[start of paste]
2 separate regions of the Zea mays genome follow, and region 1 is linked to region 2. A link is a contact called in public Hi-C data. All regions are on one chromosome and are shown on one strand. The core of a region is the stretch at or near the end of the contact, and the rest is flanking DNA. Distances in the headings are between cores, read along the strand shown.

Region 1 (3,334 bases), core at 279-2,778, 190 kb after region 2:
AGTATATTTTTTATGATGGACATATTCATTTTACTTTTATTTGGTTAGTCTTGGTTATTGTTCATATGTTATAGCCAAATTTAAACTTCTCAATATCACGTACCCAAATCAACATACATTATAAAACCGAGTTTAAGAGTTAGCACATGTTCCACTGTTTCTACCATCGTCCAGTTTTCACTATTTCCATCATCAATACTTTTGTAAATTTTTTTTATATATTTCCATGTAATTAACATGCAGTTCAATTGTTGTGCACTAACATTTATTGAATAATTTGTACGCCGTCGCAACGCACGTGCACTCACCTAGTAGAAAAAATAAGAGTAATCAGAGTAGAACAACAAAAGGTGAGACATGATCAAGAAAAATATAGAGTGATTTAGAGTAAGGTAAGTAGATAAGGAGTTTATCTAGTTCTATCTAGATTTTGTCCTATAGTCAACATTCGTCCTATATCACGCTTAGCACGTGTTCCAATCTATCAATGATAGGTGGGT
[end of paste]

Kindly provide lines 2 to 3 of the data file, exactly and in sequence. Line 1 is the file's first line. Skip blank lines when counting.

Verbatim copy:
Region 1 (3,334 bases), core at 279-2,778, 190 kb after region 2:
AGTATATTTTTTATGATGGACATATTCATTTTACTTTTATTTGGTTAGTCTTGGTTATTGTTCATATGTTATAGCCAAATTTAAACTTCTCAATATCACGTACCCAAATCAACATACATTATAAAACCGAGTTTAAGAGTTAGCACATGTTCCACTGTTTCTACCATCGTCCAGTTTTCACTATTTCCATCATCAATACTTTTGTAAATTTTTTTTATATATTTCCATGTAATTAACATGCAGTTCAATTGTTGTGCACTAACATTTATTGAATAATTTGTACGCCGTCGCAACGCACGTGCACTCACCTAGTAGAAAAAATAAGAGTAATCAGAGTAGAACAACAAAAGGTGAGACATGATCAAGAAAAATATAGAGTGATTTAGAGTAAGGTAAGTAGATAAGGAGTTTATCTAGTTCTATCTAGATTTTGTCCTATAGTCAACATTCGTCCTATATCACGCTTAGCACGTGTTCCAATCTATCAATGATAGGTGGGT